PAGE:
What was different about the 2018 video, ironically, was that it tried to give the people what they wanted: it was informed by a desire to listen to the YouTube community and tailor the content to their comments. The gimmick in the video is that the people in it have been given free rein to control its content. Around 100 YouTubers including Marques Brownlee and Lele Pons feature in the video, each suggesting songs or cultural phenomena from the year. Half-way through, sitting around a campfire, everyone chips in with a suggestion of whom the video ought to celebrate. “Can we give a moment to working mums?” “Can we also give a moment to Asian representation in entertainment this year?” The video then cedes control to the comments section, following advice like "Don't forget to put Baby Shark in it." “2018, despite maybe what the internet had said, was very very very much aligned with listening to the things that had been said to us and trying to improve on it,” says Farquor. “I really thought it was a really cool idea to read the comments.” The effect, however, is quite a disorientating one, like being in a plane flown by a group of pilots violently fighting over the controls.
The video went up on December 6. The Portal A team watched it and raised a toast. “I was so proud and so happy,” says Farquor.
One disadvantage, he says, is that people could vote on the video before they had even seen it, because the link went live as a countdown before any of its content was visible. In the months leading up to the release, there had already been discontent brewing in the YouTube community, he says. The demonetization of videos, which had been happening since 2012, had become a sore point. Creators were expressing frustration that adverts weren't showing on their videos because they were flagged as not being ad-friendly due to their mentioning sex, for example. On January 16, 2018, YouTube had announced that creators had to have accrued more than 4,000 hours of watch time and 1,000 new subscribers in the last year in order for adverts to be displayed on their videos. (The previous bar was 10,000 hours watch time in the channel's history.) The problem had reached a boiling point. “No matter what video we had done,” says Farquor, “it was always gonna be disliked.”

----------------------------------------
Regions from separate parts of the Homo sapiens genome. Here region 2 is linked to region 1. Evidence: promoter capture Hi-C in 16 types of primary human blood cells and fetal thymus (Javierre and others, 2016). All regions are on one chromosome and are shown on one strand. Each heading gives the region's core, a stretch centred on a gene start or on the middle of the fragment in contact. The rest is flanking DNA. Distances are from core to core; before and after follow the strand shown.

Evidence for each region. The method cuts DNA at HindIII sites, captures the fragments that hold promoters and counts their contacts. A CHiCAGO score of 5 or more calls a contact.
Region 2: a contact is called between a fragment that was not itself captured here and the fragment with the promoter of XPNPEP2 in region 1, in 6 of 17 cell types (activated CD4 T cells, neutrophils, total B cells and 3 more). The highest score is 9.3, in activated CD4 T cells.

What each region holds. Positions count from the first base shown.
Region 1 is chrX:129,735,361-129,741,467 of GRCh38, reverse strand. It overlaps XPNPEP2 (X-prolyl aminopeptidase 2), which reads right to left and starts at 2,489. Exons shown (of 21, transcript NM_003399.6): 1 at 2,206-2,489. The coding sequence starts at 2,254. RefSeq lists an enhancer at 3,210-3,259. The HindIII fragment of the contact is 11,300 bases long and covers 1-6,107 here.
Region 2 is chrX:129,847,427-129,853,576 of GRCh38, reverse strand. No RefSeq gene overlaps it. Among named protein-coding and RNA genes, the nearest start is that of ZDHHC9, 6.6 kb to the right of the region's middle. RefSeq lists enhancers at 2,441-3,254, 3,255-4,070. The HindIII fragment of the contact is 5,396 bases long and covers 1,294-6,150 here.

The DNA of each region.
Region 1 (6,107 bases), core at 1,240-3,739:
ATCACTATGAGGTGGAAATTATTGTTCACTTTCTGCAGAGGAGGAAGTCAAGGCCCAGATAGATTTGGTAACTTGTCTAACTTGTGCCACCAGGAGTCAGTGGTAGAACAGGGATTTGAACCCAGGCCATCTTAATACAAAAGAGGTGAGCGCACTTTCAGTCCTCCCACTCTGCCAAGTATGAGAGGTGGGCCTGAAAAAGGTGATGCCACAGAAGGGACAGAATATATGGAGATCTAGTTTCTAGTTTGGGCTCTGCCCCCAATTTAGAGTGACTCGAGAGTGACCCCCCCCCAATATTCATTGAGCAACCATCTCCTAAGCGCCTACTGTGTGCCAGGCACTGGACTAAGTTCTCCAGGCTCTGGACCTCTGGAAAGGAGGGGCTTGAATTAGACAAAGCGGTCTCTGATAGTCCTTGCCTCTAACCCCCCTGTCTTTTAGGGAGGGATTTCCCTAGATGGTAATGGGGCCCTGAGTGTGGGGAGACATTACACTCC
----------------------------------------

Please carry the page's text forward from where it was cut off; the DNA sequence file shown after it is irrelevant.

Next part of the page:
After the video was published, Farquor was following its progress on Reddit, where he likes to spend time. He thought that people would be excited to see comments being incorporated into the video. He could almost see the exact moment the mood turned. “I saw the shift,” he says. “Immediately it became a game: 'Let's make sure that this is more disliked than Justin Bieber's video.'”
He began to realize that the criticism wasn't confined to one bubble of the internet but was spreading like a virus. “I definitely did not see it coming. That day was hard… it was really hard.” He remembers refreshing the page and reading the comments in an attempt to understand how people were feeling. He also remembers the moment the likes were overtaken by the dislikes.
It took only a week for the video to become the least popular in YouTube's history. Every day people made new videos criticizing it. People said, “Oh, let me go shit on this for views and likes,” says Farquor. One of the many criticisms, along with its jarring social commentary and failure to mention significant deaths like Aretha Franklin or Stephen Hawking, was that the video didn't feature prominent YouTubers like Logan Paul and KSI. (Less than a year before, Logan Paul had been reprimanded by YouTube for filming a man who had recently died by suicide in Japan.) The video was perceived in some circles to be a cynical attempt to soothe advertisers after a difficult year for the company. “Did YouTube even watch YouTube?” reads one of the millions of comments.
To Farquor, it was a difficult pill to swallow. “No one wants to see their video hated. That's not why you woke up at 5 a.m. for however many weeks and worked so hard.” He says it was almost as though the community had consistently been telling YouTube to change, and then didn't like the result when it did. He always felt sad that people didn't seem to recognize the value of, for example, a kid in Brazil watching the video and feeling represented on screen.
The biggest outcome of the 2018 fiasco, says Farquor, was that 2019 looked completely different. The video begins with an astonishing admission of defeat: “In 2018, we made something you didn't like. So in 2019, let's see what you DID like. Because you're better at this than we are.” A return to the glory days, the video didn't dare feature anything other than clips taken directly from the most popular videos of the year. Finally, YouTube must have thought, we are giving the people what they really want. This time, we've got it right.
The result? 3.4 million likes...and 9.4 million dislikes.